Tucked-away in Valve’s Meeting Room at E3 2008 was a playable build of Left 4 Dead, one of the highest profile titles coming in the latter half of this year. “Left 4 Dead is Valve’s attempt to fill gamers’ desire for a dynamic and engaging co-operative action experience,” said Doug Lombardi, VP of marketing at Valve. “This has been validated by the press, who are calling it one of the most anticipated titles of the year.”
Valve have become famous through only a handful of titles – the Half-Life series and Counter-Strike – and their hard-won reputation for delivering quality products has gamers the world-over salivating at their next proposal – co-operatively surviving a zombie apocalypse.
Set in the modern day, Left 4 Dead casts four players in the role of a group of survivors “in an epic struggle against hordes of swarming zombies and terrifying “Boss Infected” mutants.”
Running on the Counter-Strike: Source engine, Left 4 Dead doesn’t feature a traditional Campaign structure, instead offering four scenarios to the player. Each features four “Average Joe” characters for the players to slip into, each of which is simply stated to represent the standard array of people you’d commonly find in an urban setting. The action is scaled depending on you’re teams performance. Hacking down zombies left-and-right with abandon will see the waves continually coming, whilst having a team-mate struggle may see the quantity thin-out. The Intelligent Zombie Wave System does well to measure the player’s performance, and not only decides how many, where and when the zombies will attack, but also how – allowing entrances from air vents, elevator shafts and even the ability to bust through doors.
Player can attack either with their equipped weapon, or a melee attack that will force enemies backwards – a life saver when reloading. Your arsenal includes a selection of an M16 Assault Rifle, Shotgun, dual Pistols and projectiles such as Pipe Bombs and Molotov Cocktails. Weaponry can typically be found in Safe Houses, areas crossing intersections between Level Checkpoints, which also allow players to heal themselves.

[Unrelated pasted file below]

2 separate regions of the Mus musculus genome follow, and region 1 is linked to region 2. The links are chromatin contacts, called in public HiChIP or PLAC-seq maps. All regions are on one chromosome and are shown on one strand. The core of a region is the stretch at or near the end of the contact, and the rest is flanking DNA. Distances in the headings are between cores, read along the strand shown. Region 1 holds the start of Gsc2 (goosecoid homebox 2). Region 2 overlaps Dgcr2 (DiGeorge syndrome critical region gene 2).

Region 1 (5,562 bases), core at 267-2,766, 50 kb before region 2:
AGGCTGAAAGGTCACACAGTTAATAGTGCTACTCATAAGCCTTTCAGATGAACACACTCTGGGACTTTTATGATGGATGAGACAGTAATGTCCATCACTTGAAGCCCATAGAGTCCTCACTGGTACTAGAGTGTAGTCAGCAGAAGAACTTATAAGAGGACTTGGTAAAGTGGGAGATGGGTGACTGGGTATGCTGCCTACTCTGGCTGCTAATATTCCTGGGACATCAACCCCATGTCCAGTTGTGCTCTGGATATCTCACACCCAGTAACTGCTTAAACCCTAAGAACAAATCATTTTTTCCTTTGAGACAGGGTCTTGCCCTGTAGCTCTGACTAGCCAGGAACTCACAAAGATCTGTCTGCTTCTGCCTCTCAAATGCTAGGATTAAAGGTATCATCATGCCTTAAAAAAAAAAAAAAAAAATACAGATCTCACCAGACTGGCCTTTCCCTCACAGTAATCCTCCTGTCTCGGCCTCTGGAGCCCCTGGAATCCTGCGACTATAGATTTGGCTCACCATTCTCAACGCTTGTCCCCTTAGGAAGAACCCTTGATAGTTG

Team play comes into focus throughout the game, with basics such as boosting players over walls, healing each other and saving one another from a marauding zombie pack, but also in areas in which the team are forced to fight as one unit. Unlike other recent co-operative titles such as Army of Two, straying-out on your own will most certainly seal your doom.
Left 4 Dead is currently a fantastic experience when left to a basic four-player Co-Operative Survival title. However, when factoring in the added – yet currently unseen – option to expand the game to up to eight players, with a second four playing as the “Boss Infected” zombies, each with their own unique abilities, Left 4 Dead all-of-a-sudden becomes one of the most enticing online prospects on the calendar in 2008. Due for worldwide launch in November on both PC and Xbox360 – of which Electronic Theatre has been assured both versions are “virtually identical” – you can expect a lot more on Left 4 Dead to be coming very soon indeed.